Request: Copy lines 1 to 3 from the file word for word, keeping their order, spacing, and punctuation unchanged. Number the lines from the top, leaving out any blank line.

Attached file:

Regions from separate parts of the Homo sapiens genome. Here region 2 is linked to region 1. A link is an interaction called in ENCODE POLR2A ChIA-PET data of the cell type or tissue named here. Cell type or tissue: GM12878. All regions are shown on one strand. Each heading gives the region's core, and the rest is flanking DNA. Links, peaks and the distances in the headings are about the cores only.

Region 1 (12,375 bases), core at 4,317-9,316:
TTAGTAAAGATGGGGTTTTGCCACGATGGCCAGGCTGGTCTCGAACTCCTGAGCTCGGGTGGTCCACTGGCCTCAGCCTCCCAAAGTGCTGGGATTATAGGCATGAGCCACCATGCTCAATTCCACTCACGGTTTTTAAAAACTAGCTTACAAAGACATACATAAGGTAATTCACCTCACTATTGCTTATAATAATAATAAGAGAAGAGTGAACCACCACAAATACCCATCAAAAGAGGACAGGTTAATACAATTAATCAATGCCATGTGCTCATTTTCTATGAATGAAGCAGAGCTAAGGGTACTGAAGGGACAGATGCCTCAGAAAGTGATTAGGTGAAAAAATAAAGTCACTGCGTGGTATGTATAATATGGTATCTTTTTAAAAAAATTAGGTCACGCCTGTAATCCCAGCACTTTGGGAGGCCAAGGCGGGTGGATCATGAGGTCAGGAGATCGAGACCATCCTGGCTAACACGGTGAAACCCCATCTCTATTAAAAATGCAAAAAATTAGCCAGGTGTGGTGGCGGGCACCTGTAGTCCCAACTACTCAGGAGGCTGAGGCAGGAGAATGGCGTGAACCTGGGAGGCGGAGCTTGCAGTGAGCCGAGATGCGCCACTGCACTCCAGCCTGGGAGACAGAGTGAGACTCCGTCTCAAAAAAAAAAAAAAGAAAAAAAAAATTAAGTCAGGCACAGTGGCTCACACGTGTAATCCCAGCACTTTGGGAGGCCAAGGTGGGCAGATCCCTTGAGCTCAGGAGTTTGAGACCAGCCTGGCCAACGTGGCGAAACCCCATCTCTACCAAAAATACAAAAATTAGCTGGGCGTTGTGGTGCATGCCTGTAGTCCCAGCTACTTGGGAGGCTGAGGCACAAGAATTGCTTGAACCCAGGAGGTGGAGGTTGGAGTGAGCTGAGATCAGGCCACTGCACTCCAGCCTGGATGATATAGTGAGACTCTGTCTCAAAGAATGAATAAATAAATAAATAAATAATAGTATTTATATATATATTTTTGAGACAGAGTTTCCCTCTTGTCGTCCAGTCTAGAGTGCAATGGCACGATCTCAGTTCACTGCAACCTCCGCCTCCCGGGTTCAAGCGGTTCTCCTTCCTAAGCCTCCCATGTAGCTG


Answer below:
Regions from separate parts of the Homo sapiens genome. Here region 2 is linked to region 1. A link is an interaction called in ENCODE POLR2A ChIA-PET data of the cell type or tissue named here. Cell type or tissue: GM12878. All regions are shown on one strand. Each heading gives the region's core, and the rest is flanking DNA. Links, peaks and the distances in the headings are about the cores only.

Region 1 (12,375 bases), core at 4,317-9,316:
TTAGTAAAGATGGGGTTTTGCCACGATGGCCAGGCTGGTCTCGAACTCCTGAGCTCGGGTGGTCCACTGGCCTCAGCCTCCCAAAGTGCTGGGATTATAGGCATGAGCCACCATGCTCAATTCCACTCACGGTTTTTAAAAACTAGCTTACAAAGACATACATAAGGTAATTCACCTCACTATTGCTTATAATAATAATAAGAGAAGAGTGAACCACCACAAATACCCATCAAAAGAGGACAGGTTAATACAATTAATCAATGCCATGTGCTCATTTTCTATGAATGAAGCAGAGCTAAGGGTACTGAAGGGACAGATGCCTCAGAAAGTGATTAGGTGAAAAAATAAAGTCACTGCGTGGTATGTATAATATGGTATCTTTTTAAAAAAATTAGGTCACGCCTGTAATCCCAGCACTTTGGGAGGCCAAGGCGGGTGGATCATGAGGTCAGGAGATCGAGACCATCCTGGCTAACACGGTGAAACCCCATCTCTATTAAAAATGCAAAAAATTAGCCAGGTGTGGTGGCGGGCACCTGTAGTCCCAACTACTCAGGAGGCTGAGGCAGGAGAATGGCGTGAACCTGGGAGGCGGAGCTTGCAGTGAGCCGAGATGCGCCACTGCACTCCAGCCTGGGAGACAGAGTGAGACTCCGTCTCAAAAAAAAAAAAAAGAAAAAAAAAATTAAGTCAGGCACAGTGGCTCACACGTGTAATCCCAGCACTTTGGGAGGCCAAGGTGGGCAGATCCCTTGAGCTCAGGAGTTTGAGACCAGCCTGGCCAACGTGGCGAAACCCCATCTCTACCAAAAATACAAAAATTAGCTGGGCGTTGTGGTGCATGCCTGTAGTCCCAGCTACTTGGGAGGCTGAGGCACAAGAATTGCTTGAACCCAGGAGGTGGAGGTTGGAGTGAGCTGAGATCAGGCCACTGCACTCCAGCCTGGATGATATAGTGAGACTCTGTCTCAAAGAATGAATAAATAAATAAATAAATAATAGTATTTATATATATATTTTTGAGACAGAGTTTCCCTCTTGTCGTCCAGTCTAGAGTGCAATGGCACGATCTCAGTTCACTGCAACCTCCGCCTCCCGGGTTCAAGCGGTTCTCCTTCCTAAGCCTCCCATGTAGCTG